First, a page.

Another hot Chinese studio of late is Beijing Culture, a production company that in just a few years went from one no-one heard of to one of the most important. All due to a couple of massive hits, including Wolf Warrior 2, but recently they have been in the trades due to them pulling their box-office bomb Kung Food from cinemas. A move that is being compared to box-office mega-bomb Asura, though it is an unfair comparison.
Another example is Enlight, the media and film production company that Tencent Holding purchases their 27% stake for half-billion dollars earlier this year. Enlight Media has been around for years, and has Ali Ventures as one of its share holders (Alibaba), but it was not until the first true surprise hit Lost in Thailand in 2012 ($208MM) that the company became what it is today.
It is unclear if either Beijing Culture or New Classics Media will survive and remain the power player that they currently are, but even with a series of huge hits on its roster their purchase price of well-over $2Bn is still pricey and not a sure thing.
When Disney acquired Pixar, Lucasfilm, Marvel, they were purchasing sizable content libraries that had solid track records. Mainly in the merchandising realm. An aspect of Tencent’s desire to be the Disney-of-China still lags in, but so does the rest of the Cultural Industries in China.
Tencent Literature acquiring NCM is to solidify their pipeline from IP creation, to animation, to live-action. This is where NCM comes into play for China Literature, as they have produced successful adaptations of China Literature’s properties for Tencent Video and the box-office.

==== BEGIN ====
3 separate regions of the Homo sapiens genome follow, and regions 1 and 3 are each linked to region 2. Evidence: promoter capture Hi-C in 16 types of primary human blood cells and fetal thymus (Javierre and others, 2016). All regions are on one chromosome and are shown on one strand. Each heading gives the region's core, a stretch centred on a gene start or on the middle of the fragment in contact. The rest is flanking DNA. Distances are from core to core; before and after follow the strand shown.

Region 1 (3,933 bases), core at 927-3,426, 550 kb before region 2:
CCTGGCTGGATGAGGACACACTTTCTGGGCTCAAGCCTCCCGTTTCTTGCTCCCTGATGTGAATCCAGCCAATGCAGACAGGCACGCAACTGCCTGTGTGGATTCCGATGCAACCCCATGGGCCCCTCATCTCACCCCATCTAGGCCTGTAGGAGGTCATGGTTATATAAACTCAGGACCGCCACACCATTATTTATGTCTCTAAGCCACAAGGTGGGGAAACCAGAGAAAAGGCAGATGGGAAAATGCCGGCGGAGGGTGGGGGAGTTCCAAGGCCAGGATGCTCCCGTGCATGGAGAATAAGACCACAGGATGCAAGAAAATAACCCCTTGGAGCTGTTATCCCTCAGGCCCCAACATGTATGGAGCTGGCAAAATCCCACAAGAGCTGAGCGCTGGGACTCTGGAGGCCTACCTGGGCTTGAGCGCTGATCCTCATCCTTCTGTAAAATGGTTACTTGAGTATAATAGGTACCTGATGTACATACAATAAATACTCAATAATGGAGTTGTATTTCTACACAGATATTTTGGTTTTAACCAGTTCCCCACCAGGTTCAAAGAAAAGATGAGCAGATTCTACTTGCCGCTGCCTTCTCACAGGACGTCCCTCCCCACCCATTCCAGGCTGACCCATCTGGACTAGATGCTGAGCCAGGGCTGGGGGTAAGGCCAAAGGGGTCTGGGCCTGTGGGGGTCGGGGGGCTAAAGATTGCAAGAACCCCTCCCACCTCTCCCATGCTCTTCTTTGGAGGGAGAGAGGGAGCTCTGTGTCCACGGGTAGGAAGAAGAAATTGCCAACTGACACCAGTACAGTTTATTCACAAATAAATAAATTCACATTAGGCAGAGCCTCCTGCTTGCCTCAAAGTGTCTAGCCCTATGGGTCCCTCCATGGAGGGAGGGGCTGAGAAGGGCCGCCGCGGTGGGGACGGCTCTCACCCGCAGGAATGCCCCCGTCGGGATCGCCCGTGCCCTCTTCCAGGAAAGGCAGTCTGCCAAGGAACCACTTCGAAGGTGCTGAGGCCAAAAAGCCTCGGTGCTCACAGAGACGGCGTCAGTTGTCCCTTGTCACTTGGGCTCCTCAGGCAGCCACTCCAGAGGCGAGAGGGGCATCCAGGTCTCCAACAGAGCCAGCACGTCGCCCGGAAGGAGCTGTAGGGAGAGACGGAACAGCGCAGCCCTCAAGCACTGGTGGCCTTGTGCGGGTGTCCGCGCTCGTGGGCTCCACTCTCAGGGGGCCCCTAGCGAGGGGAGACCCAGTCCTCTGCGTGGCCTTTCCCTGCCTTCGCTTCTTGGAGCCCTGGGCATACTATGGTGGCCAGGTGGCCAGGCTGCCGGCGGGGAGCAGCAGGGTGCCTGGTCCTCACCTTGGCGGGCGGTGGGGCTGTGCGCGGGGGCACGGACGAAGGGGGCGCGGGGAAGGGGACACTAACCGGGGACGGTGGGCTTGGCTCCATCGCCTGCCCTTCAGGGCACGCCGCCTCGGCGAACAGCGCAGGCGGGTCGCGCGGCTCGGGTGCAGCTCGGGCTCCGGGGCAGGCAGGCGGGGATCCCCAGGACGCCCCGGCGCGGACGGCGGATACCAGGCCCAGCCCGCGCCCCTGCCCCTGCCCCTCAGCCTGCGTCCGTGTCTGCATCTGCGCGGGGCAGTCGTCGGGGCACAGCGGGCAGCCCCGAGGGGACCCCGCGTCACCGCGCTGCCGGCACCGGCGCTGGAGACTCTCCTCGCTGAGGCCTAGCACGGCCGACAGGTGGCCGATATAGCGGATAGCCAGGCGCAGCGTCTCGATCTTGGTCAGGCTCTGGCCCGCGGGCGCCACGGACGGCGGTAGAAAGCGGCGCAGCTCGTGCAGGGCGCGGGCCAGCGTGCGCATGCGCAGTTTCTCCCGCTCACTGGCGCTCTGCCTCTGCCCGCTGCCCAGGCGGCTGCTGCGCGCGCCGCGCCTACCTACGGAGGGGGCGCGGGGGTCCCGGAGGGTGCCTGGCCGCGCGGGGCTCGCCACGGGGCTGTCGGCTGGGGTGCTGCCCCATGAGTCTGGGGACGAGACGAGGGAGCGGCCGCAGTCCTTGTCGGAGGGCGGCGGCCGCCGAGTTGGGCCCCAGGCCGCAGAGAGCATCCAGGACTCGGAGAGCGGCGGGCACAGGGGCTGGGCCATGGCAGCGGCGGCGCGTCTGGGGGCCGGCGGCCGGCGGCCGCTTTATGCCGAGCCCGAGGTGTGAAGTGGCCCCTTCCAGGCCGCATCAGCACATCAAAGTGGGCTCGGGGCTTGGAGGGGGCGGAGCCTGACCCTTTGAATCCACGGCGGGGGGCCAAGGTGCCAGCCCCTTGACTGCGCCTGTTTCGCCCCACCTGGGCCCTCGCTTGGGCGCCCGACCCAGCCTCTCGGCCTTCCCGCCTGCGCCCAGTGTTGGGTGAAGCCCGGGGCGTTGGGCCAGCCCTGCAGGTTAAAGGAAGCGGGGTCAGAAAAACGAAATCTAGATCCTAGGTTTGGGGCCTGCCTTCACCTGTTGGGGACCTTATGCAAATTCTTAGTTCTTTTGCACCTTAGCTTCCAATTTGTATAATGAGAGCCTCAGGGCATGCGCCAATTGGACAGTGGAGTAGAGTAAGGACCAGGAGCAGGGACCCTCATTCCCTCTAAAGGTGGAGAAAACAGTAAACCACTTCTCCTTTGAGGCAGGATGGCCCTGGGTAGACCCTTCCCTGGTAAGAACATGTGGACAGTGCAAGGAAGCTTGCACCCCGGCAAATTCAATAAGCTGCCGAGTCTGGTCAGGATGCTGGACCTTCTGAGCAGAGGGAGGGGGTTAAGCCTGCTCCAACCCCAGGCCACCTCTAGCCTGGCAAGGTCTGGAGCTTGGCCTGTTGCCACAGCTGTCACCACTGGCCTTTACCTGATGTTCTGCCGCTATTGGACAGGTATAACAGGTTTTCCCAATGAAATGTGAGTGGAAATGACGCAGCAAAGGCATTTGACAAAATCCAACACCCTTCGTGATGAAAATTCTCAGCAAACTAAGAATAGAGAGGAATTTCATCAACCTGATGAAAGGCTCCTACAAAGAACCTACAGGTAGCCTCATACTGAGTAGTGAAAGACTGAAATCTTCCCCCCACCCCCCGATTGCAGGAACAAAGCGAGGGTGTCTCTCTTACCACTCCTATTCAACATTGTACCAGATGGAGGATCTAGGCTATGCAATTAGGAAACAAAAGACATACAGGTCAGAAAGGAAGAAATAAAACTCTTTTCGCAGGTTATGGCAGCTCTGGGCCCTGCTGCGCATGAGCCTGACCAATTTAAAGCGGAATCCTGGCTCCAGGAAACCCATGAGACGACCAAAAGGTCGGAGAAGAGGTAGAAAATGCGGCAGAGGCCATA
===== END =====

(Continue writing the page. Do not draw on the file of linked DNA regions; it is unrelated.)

The other argument by Wall Street analyst for China Literature’s drop is that they purchased NCM to prop up growth, as the number of their paid subscribers have slowed since their IPO. This is only part of their business model, as analyst discount the micro-transactions of serialized stories, of per chapter purchases. That does not require paid monthly membership.
I may appear bullish about China Literature, but that is because I do not believe Tencent Holdings views this spun-off division as a key revenue driving source. I believe China Literature’s purpose for Tencent as a whole, is to be the IP Incubator for a larger pipeline to drive content up and down their overall pipeline.
A pipeline that New Classics Media now fits into, and one that does not require China Literature needing to focus of relying on paid memberships alone.
Beyond the argument that the NCM acquisition was to prop up China Literature’s Hang Seng value, an argument that has merits, the broader picture of the M&A is that Tencent is following the Disney Model. Of creating a conglomeration built around multi-faceted industries built around Valued Branded IP, or as they would say in China, Pan Entertainment.
Part of this article originally appeared on LinkedIn Publishing in Oct. of 2018.
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About the Author
Born and raised in the Missouri-Ozarks Ryan studied Film Production, and East Asian Culture, at the University of Kansas where he was a UGRA recipient that led him on a seven-year long, Journey From the West, to China. Where he worked with Warner Brothers, the China Film Group Corp. and the National Bureau of Statistics of China. Before returning to the States, where he specializes in Chinese Anime & Comics, China’s Box-Office, and Chinese entertainment-tech industries. He has a dog in China, Abigail, and a dog in the Arkansas-Ozarks, King Blue, who help ease his anxiety of suffering from the “Two-Dimensional Complex” that is trying to understand the Culture Industry landscapes of the Middle Kingdom.